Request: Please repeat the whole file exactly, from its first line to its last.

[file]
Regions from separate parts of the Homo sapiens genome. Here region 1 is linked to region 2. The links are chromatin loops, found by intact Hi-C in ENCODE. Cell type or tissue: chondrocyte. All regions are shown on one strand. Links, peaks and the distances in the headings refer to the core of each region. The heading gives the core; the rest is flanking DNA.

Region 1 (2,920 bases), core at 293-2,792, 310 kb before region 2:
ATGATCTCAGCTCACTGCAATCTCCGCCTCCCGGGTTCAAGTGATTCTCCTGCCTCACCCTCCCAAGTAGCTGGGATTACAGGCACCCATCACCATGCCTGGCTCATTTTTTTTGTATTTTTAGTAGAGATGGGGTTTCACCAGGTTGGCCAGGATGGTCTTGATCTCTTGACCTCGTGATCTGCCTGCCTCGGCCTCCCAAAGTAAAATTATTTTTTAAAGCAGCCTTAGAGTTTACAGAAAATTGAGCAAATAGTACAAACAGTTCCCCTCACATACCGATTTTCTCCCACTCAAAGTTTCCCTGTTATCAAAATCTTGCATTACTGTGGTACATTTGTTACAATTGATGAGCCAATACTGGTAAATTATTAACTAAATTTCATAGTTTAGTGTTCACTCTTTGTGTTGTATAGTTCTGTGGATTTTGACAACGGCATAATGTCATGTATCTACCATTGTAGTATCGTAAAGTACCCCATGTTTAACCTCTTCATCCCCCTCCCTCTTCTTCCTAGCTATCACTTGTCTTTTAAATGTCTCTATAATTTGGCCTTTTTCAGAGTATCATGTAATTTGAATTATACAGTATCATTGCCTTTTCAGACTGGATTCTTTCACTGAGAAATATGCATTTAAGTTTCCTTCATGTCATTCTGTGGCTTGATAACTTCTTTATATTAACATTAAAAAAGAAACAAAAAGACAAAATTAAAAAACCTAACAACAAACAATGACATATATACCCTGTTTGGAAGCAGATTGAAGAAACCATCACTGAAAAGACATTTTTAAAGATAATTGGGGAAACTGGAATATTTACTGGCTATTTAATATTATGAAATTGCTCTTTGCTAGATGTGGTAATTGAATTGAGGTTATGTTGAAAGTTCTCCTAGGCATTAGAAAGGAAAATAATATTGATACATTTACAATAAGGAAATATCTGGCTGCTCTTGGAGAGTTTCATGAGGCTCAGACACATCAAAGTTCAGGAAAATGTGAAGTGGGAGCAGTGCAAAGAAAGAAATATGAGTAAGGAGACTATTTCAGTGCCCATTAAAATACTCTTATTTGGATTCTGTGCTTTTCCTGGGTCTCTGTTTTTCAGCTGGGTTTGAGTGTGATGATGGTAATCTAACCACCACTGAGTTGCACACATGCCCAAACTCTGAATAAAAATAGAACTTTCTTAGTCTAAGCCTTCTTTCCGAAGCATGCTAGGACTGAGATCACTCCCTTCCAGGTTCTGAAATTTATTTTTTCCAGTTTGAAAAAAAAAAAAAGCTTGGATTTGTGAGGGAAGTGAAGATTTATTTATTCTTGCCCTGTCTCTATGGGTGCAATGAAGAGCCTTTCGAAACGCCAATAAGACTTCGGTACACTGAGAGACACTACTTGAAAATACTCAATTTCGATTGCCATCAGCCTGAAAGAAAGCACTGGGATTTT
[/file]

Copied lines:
Regions from separate parts of the Homo sapiens genome. Here region 1 is linked to region 2. The links are chromatin loops, found by intact Hi-C in ENCODE. Cell type or tissue: chondrocyte. All regions are shown on one strand. Links, peaks and the distances in the headings refer to the core of each region. The heading gives the core; the rest is flanking DNA.

Region 1 (2,920 bases), core at 293-2,792, 310 kb before region 2:
ATGATCTCAGCTCACTGCAATCTCCGCCTCCCGGGTTCAAGTGATTCTCCTGCCTCACCCTCCCAAGTAGCTGGGATTACAGGCACCCATCACCATGCCTGGCTCATTTTTTTTGTATTTTTAGTAGAGATGGGGTTTCACCAGGTTGGCCAGGATGGTCTTGATCTCTTGACCTCGTGATCTGCCTGCCTCGGCCTCCCAAAGTAAAATTATTTTTTAAAGCAGCCTTAGAGTTTACAGAAAATTGAGCAAATAGTACAAACAGTTCCCCTCACATACCGATTTTCTCCCACTCAAAGTTTCCCTGTTATCAAAATCTTGCATTACTGTGGTACATTTGTTACAATTGATGAGCCAATACTGGTAAATTATTAACTAAATTTCATAGTTTAGTGTTCACTCTTTGTGTTGTATAGTTCTGTGGATTTTGACAACGGCATAATGTCATGTATCTACCATTGTAGTATCGTAAAGTACCCCATGTTTAACCTCTTCATCCCCCTCCCTCTTCTTCCTAGCTATCACTTGTCTTTTAAATGTCTCTATAATTTGGCCTTTTTCAGAGTATCATGTAATTTGAATTATACAGTATCATTGCCTTTTCAGACTGGATTCTTTCACTGAGAAATATGCATTTAAGTTTCCTTCATGTCATTCTGTGGCTTGATAACTTCTTTATATTAACATTAAAAAAGAAACAAAAAGACAAAATTAAAAAACCTAACAACAAACAATGACATATATACCCTGTTTGGAAGCAGATTGAAGAAACCATCACTGAAAAGACATTTTTAAAGATAATTGGGGAAACTGGAATATTTACTGGCTATTTAATATTATGAAATTGCTCTTTGCTAGATGTGGTAATTGAATTGAGGTTATGTTGAAAGTTCTCCTAGGCATTAGAAAGGAAAATAATATTGATACATTTACAATAAGGAAATATCTGGCTGCTCTTGGAGAGTTTCATGAGGCTCAGACACATCAAAGTTCAGGAAAATGTGAAGTGGGAGCAGTGCAAAGAAAGAAATATGAGTAAGGAGACTATTTCAGTGCCCATTAAAATACTCTTATTTGGATTCTGTGCTTTTCCTGGGTCTCTGTTTTTCAGCTGGGTTTGAGTGTGATGATGGTAATCTAACCACCACTGAGTTGCACACATGCCCAAACTCTGAATAAAAATAGAACTTTCTTAGTCTAAGCCTTCTTTCCGAAGCATGCTAGGACTGAGATCACTCCCTTCCAGGTTCTGAAATTTATTTTTTCCAGTTTGAAAAAAAAAAAAAGCTTGGATTTGTGAGGGAAGTGAAGATTTATTTATTCTTGCCCTGTCTCTATGGGTGCAATGAAGAGCCTTTCGAAACGCCAATAAGACTTCGGTACACTGAGAGACACTACTTGAAAATACTCAATTTCGATTGCCATCAGCCTGAAAGAAAGCACTGGGATTTT